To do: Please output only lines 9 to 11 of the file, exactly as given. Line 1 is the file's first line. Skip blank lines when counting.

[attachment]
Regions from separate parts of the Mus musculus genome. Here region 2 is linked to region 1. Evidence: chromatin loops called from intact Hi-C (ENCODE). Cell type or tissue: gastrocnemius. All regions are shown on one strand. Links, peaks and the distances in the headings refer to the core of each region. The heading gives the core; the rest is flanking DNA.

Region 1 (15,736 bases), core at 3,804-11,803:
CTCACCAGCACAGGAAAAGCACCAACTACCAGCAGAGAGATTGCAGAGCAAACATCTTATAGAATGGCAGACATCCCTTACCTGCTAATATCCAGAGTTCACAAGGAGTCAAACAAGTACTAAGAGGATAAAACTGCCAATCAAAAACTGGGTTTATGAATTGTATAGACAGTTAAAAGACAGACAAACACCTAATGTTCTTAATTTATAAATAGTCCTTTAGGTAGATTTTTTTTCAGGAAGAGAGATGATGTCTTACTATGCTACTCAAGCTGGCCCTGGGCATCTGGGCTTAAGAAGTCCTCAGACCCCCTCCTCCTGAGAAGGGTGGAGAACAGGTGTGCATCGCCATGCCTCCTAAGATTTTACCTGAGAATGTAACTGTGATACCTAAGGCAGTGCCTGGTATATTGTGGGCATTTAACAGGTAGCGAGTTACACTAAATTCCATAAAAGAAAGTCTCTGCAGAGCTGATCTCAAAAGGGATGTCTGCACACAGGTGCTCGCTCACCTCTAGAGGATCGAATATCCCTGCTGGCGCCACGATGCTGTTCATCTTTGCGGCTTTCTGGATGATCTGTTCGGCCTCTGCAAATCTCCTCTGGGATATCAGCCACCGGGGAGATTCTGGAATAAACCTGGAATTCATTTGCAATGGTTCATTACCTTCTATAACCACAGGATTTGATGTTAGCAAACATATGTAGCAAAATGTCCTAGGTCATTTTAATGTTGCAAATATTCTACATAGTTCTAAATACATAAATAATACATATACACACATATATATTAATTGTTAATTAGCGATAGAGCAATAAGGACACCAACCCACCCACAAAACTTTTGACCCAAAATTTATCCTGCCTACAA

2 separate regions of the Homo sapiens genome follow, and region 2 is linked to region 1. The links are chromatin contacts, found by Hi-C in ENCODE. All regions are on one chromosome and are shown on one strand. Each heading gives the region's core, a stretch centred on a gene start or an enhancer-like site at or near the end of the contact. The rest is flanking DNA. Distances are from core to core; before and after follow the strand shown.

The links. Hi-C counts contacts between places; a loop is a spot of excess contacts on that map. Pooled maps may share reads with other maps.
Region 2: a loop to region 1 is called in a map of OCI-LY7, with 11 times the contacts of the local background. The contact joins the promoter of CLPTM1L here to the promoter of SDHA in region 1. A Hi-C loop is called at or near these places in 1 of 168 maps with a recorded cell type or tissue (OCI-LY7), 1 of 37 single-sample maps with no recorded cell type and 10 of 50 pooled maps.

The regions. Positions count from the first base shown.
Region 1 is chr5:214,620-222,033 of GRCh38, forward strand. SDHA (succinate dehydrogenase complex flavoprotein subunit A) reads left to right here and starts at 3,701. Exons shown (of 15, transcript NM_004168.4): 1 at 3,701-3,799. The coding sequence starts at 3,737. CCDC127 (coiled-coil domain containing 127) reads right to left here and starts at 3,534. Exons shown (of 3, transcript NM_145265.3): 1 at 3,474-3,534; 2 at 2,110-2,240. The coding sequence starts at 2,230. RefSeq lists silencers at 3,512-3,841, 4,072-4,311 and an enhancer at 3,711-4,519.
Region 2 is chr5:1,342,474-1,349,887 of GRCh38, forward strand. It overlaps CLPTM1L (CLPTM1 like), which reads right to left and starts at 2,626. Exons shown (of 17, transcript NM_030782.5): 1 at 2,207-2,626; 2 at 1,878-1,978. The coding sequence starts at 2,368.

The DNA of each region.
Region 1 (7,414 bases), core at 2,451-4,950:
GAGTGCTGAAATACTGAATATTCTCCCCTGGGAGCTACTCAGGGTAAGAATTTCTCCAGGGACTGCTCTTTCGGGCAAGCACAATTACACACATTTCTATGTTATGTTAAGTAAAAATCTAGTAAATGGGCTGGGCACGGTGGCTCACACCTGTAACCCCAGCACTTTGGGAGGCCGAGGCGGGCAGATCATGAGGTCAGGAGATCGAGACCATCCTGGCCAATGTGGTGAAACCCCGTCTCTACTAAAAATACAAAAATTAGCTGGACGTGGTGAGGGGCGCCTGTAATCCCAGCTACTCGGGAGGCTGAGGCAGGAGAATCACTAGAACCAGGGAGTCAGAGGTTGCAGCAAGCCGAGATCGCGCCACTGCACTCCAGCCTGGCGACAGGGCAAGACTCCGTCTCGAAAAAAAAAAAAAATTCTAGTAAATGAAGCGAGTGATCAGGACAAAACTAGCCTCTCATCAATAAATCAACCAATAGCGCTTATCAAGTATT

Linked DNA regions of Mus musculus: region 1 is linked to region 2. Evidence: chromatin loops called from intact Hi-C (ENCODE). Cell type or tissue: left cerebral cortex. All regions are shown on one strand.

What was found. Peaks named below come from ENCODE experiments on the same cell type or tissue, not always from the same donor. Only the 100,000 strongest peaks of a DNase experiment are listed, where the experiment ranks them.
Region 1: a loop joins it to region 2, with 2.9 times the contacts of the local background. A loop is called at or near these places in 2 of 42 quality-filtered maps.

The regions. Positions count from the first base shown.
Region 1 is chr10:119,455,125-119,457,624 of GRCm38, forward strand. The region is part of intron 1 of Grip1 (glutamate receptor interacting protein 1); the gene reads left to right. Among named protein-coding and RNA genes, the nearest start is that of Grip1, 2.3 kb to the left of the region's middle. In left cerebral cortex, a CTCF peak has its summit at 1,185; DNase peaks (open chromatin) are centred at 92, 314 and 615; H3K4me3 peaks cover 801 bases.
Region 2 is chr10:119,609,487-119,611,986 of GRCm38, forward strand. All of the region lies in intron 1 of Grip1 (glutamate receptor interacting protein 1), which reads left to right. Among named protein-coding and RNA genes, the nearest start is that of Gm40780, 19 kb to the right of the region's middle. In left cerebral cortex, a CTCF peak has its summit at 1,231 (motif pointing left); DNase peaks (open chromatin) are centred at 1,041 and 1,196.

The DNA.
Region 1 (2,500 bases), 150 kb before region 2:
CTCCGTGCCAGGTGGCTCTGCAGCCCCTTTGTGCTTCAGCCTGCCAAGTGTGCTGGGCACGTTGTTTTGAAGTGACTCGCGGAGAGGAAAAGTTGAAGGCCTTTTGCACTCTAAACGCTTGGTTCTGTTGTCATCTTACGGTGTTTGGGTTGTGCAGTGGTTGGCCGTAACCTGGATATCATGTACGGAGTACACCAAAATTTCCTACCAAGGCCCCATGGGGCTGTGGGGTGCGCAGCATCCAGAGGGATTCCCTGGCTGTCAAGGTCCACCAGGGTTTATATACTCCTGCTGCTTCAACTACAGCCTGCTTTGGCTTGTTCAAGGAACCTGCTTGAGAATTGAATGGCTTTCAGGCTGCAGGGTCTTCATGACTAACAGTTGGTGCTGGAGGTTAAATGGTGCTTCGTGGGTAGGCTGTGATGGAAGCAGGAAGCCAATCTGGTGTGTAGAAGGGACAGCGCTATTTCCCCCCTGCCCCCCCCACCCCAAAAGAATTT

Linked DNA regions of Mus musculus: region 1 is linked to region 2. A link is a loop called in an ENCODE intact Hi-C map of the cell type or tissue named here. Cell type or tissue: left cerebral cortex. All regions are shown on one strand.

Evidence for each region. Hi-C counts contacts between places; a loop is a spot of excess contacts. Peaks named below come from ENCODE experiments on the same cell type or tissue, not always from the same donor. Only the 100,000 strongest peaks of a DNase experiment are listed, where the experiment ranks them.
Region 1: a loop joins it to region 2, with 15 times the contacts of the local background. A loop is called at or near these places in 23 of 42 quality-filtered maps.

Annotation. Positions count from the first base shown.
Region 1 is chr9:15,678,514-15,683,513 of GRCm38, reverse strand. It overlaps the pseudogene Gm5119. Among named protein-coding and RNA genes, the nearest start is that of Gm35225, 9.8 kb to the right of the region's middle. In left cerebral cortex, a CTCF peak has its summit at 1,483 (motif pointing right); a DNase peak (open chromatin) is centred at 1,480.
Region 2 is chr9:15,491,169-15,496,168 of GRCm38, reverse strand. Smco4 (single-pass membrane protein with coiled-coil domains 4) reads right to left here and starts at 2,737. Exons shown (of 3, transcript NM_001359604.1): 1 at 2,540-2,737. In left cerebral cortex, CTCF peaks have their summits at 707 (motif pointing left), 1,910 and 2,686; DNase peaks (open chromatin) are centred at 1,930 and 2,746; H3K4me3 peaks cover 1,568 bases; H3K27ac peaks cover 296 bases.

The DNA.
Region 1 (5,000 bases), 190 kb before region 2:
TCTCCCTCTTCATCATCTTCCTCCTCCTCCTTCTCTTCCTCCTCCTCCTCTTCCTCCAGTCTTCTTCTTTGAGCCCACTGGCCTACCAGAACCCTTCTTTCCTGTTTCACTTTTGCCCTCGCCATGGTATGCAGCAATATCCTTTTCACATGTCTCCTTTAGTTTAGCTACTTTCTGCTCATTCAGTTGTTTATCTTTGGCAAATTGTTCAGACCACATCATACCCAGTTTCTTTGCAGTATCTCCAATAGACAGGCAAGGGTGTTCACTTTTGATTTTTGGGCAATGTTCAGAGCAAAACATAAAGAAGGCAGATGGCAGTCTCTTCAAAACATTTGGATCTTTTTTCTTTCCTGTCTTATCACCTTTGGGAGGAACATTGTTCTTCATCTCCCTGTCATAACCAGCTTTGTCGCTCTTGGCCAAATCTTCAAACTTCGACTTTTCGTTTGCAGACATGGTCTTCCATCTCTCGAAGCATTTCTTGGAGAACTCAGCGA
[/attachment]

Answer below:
Region 2 is chr5:1,342,474-1,349,887 of GRCh38, forward strand. It overlaps CLPTM1L (CLPTM1 like), which reads right to left and starts at 2,626. Exons shown (of 17, transcript NM_030782.5): 1 at 2,207-2,626; 2 at 1,878-1,978. The coding sequence starts at 2,368.

The DNA of each region.
Region 1 (7,414 bases), core at 2,451-4,950: